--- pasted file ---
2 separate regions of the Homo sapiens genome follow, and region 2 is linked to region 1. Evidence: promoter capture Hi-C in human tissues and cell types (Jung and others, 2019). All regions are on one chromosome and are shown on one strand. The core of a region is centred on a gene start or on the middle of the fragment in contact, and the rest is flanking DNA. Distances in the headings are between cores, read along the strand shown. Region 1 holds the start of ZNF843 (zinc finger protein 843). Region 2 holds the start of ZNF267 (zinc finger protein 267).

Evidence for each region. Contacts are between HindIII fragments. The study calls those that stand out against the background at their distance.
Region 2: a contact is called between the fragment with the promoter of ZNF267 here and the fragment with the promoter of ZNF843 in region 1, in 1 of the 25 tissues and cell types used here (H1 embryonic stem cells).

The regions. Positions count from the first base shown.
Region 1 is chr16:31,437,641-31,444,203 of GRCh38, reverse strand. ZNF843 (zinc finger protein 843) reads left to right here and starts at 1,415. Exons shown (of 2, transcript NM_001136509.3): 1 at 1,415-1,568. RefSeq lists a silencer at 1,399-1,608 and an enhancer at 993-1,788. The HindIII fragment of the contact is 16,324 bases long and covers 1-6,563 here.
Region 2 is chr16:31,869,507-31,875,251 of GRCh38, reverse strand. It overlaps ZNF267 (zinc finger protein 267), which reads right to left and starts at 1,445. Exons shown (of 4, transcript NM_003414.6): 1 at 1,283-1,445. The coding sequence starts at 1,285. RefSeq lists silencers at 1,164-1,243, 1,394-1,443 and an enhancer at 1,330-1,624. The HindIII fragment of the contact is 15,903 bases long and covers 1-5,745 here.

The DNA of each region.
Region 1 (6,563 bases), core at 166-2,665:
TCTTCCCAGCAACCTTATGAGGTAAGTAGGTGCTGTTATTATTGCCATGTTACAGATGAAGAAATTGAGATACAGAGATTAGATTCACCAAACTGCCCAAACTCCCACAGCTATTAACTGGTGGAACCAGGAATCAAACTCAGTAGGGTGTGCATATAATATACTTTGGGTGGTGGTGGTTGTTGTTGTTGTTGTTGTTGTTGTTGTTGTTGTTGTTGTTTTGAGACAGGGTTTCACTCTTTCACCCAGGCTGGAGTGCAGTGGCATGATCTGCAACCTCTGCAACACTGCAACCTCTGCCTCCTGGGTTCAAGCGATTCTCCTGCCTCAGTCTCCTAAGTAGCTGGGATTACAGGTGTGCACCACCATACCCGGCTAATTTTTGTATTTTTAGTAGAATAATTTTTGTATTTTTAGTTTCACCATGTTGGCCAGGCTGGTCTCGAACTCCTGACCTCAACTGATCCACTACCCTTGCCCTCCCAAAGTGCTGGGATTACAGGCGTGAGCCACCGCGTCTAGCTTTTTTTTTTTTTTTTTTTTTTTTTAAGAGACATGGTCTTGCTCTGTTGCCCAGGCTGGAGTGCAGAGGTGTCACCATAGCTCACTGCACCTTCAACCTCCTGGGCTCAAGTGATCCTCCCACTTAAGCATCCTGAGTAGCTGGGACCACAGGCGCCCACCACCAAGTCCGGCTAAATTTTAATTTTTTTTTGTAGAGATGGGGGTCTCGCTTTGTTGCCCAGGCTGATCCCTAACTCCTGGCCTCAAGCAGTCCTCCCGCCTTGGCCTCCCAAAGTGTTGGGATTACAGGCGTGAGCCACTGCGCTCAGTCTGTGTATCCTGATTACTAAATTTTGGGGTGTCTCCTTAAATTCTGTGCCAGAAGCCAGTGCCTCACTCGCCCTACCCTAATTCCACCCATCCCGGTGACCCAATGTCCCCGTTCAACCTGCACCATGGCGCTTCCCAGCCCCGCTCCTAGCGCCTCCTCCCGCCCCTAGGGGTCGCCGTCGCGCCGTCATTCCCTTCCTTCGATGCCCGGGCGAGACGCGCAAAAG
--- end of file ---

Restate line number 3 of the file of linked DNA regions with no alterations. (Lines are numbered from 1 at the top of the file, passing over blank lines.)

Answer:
Region 2: a contact is called between the fragment with the promoter of ZNF267 here and the fragment with the promoter of ZNF843 in region 1, in 1 of the 25 tissues and cell types used here (H1 embryonic stem cells).